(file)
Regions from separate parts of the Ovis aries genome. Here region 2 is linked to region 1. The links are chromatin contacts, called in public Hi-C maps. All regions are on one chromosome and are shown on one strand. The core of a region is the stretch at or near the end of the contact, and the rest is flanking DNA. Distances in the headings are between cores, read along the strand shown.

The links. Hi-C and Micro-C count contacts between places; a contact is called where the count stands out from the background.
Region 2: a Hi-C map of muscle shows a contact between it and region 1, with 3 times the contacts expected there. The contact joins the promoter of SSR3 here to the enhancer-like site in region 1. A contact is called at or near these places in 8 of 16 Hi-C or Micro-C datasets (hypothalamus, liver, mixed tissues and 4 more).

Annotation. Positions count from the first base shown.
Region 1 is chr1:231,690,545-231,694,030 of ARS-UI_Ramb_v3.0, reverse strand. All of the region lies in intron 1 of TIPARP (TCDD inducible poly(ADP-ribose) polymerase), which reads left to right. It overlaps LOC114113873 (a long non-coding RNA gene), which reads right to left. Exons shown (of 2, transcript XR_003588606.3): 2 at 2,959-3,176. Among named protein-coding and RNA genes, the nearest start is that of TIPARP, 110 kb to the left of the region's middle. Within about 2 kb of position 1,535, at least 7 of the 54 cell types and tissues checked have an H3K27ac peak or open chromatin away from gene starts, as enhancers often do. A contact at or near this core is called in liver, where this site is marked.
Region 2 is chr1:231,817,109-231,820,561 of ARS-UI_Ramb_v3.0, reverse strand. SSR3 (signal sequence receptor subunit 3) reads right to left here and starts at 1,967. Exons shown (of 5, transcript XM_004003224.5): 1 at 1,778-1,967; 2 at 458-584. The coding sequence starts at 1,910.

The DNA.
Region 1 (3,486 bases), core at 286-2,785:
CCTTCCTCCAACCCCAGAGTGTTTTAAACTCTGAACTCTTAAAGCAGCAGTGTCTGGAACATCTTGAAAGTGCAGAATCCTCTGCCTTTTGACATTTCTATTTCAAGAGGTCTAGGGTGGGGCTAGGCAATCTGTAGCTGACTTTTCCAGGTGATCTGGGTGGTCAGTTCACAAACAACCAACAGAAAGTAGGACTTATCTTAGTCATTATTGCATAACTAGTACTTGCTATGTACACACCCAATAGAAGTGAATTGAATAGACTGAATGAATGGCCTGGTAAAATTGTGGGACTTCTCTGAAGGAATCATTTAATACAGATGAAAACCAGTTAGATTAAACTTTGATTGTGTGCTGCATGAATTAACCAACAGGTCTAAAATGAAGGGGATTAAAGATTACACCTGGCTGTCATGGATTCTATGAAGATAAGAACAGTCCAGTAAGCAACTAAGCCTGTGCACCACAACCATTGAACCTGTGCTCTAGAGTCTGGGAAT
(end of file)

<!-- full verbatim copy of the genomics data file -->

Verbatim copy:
Regions from separate parts of the Ovis aries genome. Here region 2 is linked to region 1. The links are chromatin contacts, called in public Hi-C maps. All regions are on one chromosome and are shown on one strand. The core of a region is the stretch at or near the end of the contact, and the rest is flanking DNA. Distances in the headings are between cores, read along the strand shown.

The links. Hi-C and Micro-C count contacts between places; a contact is called where the count stands out from the background.
Region 2: a Hi-C map of muscle shows a contact between it and region 1, with 3 times the contacts expected there. The contact joins the promoter of SSR3 here to the enhancer-like site in region 1. A contact is called at or near these places in 8 of 16 Hi-C or Micro-C datasets (hypothalamus, liver, mixed tissues and 4 more).

Annotation. Positions count from the first base shown.
Region 1 is chr1:231,690,545-231,694,030 of ARS-UI_Ramb_v3.0, reverse strand. All of the region lies in intron 1 of TIPARP (TCDD inducible poly(ADP-ribose) polymerase), which reads left to right. It overlaps LOC114113873 (a long non-coding RNA gene), which reads right to left. Exons shown (of 2, transcript XR_003588606.3): 2 at 2,959-3,176. Among named protein-coding and RNA genes, the nearest start is that of TIPARP, 110 kb to the left of the region's middle. Within about 2 kb of position 1,535, at least 7 of the 54 cell types and tissues checked have an H3K27ac peak or open chromatin away from gene starts, as enhancers often do. A contact at or near this core is called in liver, where this site is marked.
Region 2 is chr1:231,817,109-231,820,561 of ARS-UI_Ramb_v3.0, reverse strand. SSR3 (signal sequence receptor subunit 3) reads right to left here and starts at 1,967. Exons shown (of 5, transcript XM_004003224.5): 1 at 1,778-1,967; 2 at 458-584. The coding sequence starts at 1,910.

The DNA.
Region 1 (3,486 bases), core at 286-2,785:
CCTTCCTCCAACCCCAGAGTGTTTTAAACTCTGAACTCTTAAAGCAGCAGTGTCTGGAACATCTTGAAAGTGCAGAATCCTCTGCCTTTTGACATTTCTATTTCAAGAGGTCTAGGGTGGGGCTAGGCAATCTGTAGCTGACTTTTCCAGGTGATCTGGGTGGTCAGTTCACAAACAACCAACAGAAAGTAGGACTTATCTTAGTCATTATTGCATAACTAGTACTTGCTATGTACACACCCAATAGAAGTGAATTGAATAGACTGAATGAATGGCCTGGTAAAATTGTGGGACTTCTCTGAAGGAATCATTTAATACAGATGAAAACCAGTTAGATTAAACTTTGATTGTGTGCTGCATGAATTAACCAACAGGTCTAAAATGAAGGGGATTAAAGATTACACCTGGCTGTCATGGATTCTATGAAGATAAGAACAGTCCAGTAAGCAACTAAGCCTGTGCACCACAACCATTGAACCTGTGCTCTAGAGTCTGGGAAT